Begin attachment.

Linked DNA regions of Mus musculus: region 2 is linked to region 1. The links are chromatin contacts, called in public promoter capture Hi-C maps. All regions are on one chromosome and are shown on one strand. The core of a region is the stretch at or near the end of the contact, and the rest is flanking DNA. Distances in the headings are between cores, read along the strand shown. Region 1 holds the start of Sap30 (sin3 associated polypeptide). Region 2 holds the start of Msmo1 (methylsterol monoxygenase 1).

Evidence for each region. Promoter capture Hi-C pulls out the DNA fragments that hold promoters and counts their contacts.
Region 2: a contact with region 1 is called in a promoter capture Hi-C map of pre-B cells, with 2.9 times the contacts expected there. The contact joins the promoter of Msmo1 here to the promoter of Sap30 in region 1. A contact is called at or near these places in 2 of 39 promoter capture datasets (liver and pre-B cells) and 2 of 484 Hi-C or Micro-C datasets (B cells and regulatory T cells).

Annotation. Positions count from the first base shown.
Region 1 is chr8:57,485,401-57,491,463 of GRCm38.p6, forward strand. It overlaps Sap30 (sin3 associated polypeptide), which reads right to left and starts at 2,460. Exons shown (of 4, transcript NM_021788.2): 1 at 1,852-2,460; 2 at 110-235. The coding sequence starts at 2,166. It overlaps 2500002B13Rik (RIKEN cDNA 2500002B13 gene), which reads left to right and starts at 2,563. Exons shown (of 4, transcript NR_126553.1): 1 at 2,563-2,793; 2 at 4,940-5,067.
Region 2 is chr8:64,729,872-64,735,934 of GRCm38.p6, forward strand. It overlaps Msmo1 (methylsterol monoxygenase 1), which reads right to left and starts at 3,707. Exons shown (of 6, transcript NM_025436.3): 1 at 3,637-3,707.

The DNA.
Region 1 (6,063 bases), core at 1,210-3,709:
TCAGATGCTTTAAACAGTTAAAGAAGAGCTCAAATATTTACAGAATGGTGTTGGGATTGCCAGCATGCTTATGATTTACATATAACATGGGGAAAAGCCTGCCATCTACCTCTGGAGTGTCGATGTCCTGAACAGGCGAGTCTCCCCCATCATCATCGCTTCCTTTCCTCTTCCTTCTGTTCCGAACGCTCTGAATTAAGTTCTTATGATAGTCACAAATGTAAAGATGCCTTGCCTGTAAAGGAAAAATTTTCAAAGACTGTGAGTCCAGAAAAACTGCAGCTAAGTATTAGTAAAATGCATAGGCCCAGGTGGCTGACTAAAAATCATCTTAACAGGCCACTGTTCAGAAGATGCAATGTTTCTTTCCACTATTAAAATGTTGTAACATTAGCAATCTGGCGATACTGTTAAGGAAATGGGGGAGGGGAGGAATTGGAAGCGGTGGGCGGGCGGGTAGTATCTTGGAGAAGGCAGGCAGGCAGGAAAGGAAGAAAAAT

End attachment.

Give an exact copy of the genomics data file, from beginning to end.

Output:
Linked DNA regions of Mus musculus: region 2 is linked to region 1. The links are chromatin contacts, called in public promoter capture Hi-C maps. All regions are on one chromosome and are shown on one strand. The core of a region is the stretch at or near the end of the contact, and the rest is flanking DNA. Distances in the headings are between cores, read along the strand shown. Region 1 holds the start of Sap30 (sin3 associated polypeptide). Region 2 holds the start of Msmo1 (methylsterol monoxygenase 1).

Evidence for each region. Promoter capture Hi-C pulls out the DNA fragments that hold promoters and counts their contacts.
Region 2: a contact with region 1 is called in a promoter capture Hi-C map of pre-B cells, with 2.9 times the contacts expected there. The contact joins the promoter of Msmo1 here to the promoter of Sap30 in region 1. A contact is called at or near these places in 2 of 39 promoter capture datasets (liver and pre-B cells) and 2 of 484 Hi-C or Micro-C datasets (B cells and regulatory T cells).

Annotation. Positions count from the first base shown.
Region 1 is chr8:57,485,401-57,491,463 of GRCm38.p6, forward strand. It overlaps Sap30 (sin3 associated polypeptide), which reads right to left and starts at 2,460. Exons shown (of 4, transcript NM_021788.2): 1 at 1,852-2,460; 2 at 110-235. The coding sequence starts at 2,166. It overlaps 2500002B13Rik (RIKEN cDNA 2500002B13 gene), which reads left to right and starts at 2,563. Exons shown (of 4, transcript NR_126553.1): 1 at 2,563-2,793; 2 at 4,940-5,067.
Region 2 is chr8:64,729,872-64,735,934 of GRCm38.p6, forward strand. It overlaps Msmo1 (methylsterol monoxygenase 1), which reads right to left and starts at 3,707. Exons shown (of 6, transcript NM_025436.3): 1 at 3,637-3,707.

The DNA.
Region 1 (6,063 bases), core at 1,210-3,709:
TCAGATGCTTTAAACAGTTAAAGAAGAGCTCAAATATTTACAGAATGGTGTTGGGATTGCCAGCATGCTTATGATTTACATATAACATGGGGAAAAGCCTGCCATCTACCTCTGGAGTGTCGATGTCCTGAACAGGCGAGTCTCCCCCATCATCATCGCTTCCTTTCCTCTTCCTTCTGTTCCGAACGCTCTGAATTAAGTTCTTATGATAGTCACAAATGTAAAGATGCCTTGCCTGTAAAGGAAAAATTTTCAAAGACTGTGAGTCCAGAAAAACTGCAGCTAAGTATTAGTAAAATGCATAGGCCCAGGTGGCTGACTAAAAATCATCTTAACAGGCCACTGTTCAGAAGATGCAATGTTTCTTTCCACTATTAAAATGTTGTAACATTAGCAATCTGGCGATACTGTTAAGGAAATGGGGGAGGGGAGGAATTGGAAGCGGTGGGCGGGCGGGTAGTATCTTGGAGAAGGCAGGCAGGCAGGAAAGGAAGAAAAAT